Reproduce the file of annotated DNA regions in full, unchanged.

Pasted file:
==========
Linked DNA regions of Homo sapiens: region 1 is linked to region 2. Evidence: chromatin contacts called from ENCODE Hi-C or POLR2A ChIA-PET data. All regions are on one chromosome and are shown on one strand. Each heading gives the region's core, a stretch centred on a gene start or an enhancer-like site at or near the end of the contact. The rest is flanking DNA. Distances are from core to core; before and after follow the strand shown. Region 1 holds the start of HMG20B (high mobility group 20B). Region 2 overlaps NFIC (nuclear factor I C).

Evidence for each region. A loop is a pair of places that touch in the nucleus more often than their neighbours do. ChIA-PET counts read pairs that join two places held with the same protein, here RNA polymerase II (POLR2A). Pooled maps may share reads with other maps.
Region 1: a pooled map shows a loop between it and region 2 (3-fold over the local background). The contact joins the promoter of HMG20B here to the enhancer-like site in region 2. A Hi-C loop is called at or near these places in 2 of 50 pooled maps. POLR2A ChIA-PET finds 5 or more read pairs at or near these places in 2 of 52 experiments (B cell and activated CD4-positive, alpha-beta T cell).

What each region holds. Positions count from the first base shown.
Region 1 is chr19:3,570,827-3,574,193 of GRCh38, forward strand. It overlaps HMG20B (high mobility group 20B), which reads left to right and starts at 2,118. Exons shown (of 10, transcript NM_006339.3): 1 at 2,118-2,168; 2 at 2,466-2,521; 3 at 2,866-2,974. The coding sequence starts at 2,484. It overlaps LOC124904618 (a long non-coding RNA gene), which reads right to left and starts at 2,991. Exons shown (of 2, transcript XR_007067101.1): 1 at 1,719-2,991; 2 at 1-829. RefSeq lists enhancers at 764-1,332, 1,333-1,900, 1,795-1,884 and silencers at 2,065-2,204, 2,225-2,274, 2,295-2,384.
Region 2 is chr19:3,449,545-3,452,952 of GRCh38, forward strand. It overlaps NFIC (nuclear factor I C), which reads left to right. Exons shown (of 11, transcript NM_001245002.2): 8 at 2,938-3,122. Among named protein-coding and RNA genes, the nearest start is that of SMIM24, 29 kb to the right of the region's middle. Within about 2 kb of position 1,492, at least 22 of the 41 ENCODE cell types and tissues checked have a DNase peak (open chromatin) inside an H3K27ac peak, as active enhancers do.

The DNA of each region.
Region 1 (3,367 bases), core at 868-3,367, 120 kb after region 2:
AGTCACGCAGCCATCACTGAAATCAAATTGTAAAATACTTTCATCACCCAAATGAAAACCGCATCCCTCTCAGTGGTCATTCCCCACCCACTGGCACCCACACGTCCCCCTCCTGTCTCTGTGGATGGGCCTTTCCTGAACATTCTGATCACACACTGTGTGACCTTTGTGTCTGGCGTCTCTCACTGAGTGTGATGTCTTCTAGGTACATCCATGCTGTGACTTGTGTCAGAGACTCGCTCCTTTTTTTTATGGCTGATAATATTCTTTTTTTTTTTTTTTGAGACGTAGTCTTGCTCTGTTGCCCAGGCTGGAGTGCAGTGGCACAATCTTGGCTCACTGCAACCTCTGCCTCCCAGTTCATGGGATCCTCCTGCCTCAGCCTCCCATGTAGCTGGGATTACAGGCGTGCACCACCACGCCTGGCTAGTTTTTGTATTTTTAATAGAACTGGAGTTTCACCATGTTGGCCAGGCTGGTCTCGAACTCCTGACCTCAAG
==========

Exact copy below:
Linked DNA regions of Homo sapiens: region 1 is linked to region 2. Evidence: chromatin contacts called from ENCODE Hi-C or POLR2A ChIA-PET data. All regions are on one chromosome and are shown on one strand. Each heading gives the region's core, a stretch centred on a gene start or an enhancer-like site at or near the end of the contact. The rest is flanking DNA. Distances are from core to core; before and after follow the strand shown. Region 1 holds the start of HMG20B (high mobility group 20B). Region 2 overlaps NFIC (nuclear factor I C).

Evidence for each region. A loop is a pair of places that touch in the nucleus more often than their neighbours do. ChIA-PET counts read pairs that join two places held with the same protein, here RNA polymerase II (POLR2A). Pooled maps may share reads with other maps.
Region 1: a pooled map shows a loop between it and region 2 (3-fold over the local background). The contact joins the promoter of HMG20B here to the enhancer-like site in region 2. A Hi-C loop is called at or near these places in 2 of 50 pooled maps. POLR2A ChIA-PET finds 5 or more read pairs at or near these places in 2 of 52 experiments (B cell and activated CD4-positive, alpha-beta T cell).

What each region holds. Positions count from the first base shown.
Region 1 is chr19:3,570,827-3,574,193 of GRCh38, forward strand. It overlaps HMG20B (high mobility group 20B), which reads left to right and starts at 2,118. Exons shown (of 10, transcript NM_006339.3): 1 at 2,118-2,168; 2 at 2,466-2,521; 3 at 2,866-2,974. The coding sequence starts at 2,484. It overlaps LOC124904618 (a long non-coding RNA gene), which reads right to left and starts at 2,991. Exons shown (of 2, transcript XR_007067101.1): 1 at 1,719-2,991; 2 at 1-829. RefSeq lists enhancers at 764-1,332, 1,333-1,900, 1,795-1,884 and silencers at 2,065-2,204, 2,225-2,274, 2,295-2,384.
Region 2 is chr19:3,449,545-3,452,952 of GRCh38, forward strand. It overlaps NFIC (nuclear factor I C), which reads left to right. Exons shown (of 11, transcript NM_001245002.2): 8 at 2,938-3,122. Among named protein-coding and RNA genes, the nearest start is that of SMIM24, 29 kb to the right of the region's middle. Within about 2 kb of position 1,492, at least 22 of the 41 ENCODE cell types and tissues checked have a DNase peak (open chromatin) inside an H3K27ac peak, as active enhancers do.

The DNA of each region.
Region 1 (3,367 bases), core at 868-3,367, 120 kb after region 2:
AGTCACGCAGCCATCACTGAAATCAAATTGTAAAATACTTTCATCACCCAAATGAAAACCGCATCCCTCTCAGTGGTCATTCCCCACCCACTGGCACCCACACGTCCCCCTCCTGTCTCTGTGGATGGGCCTTTCCTGAACATTCTGATCACACACTGTGTGACCTTTGTGTCTGGCGTCTCTCACTGAGTGTGATGTCTTCTAGGTACATCCATGCTGTGACTTGTGTCAGAGACTCGCTCCTTTTTTTTATGGCTGATAATATTCTTTTTTTTTTTTTTTGAGACGTAGTCTTGCTCTGTTGCCCAGGCTGGAGTGCAGTGGCACAATCTTGGCTCACTGCAACCTCTGCCTCCCAGTTCATGGGATCCTCCTGCCTCAGCCTCCCATGTAGCTGGGATTACAGGCGTGCACCACCACGCCTGGCTAGTTTTTGTATTTTTAATAGAACTGGAGTTTCACCATGTTGGCCAGGCTGGTCTCGAACTCCTGACCTCAAG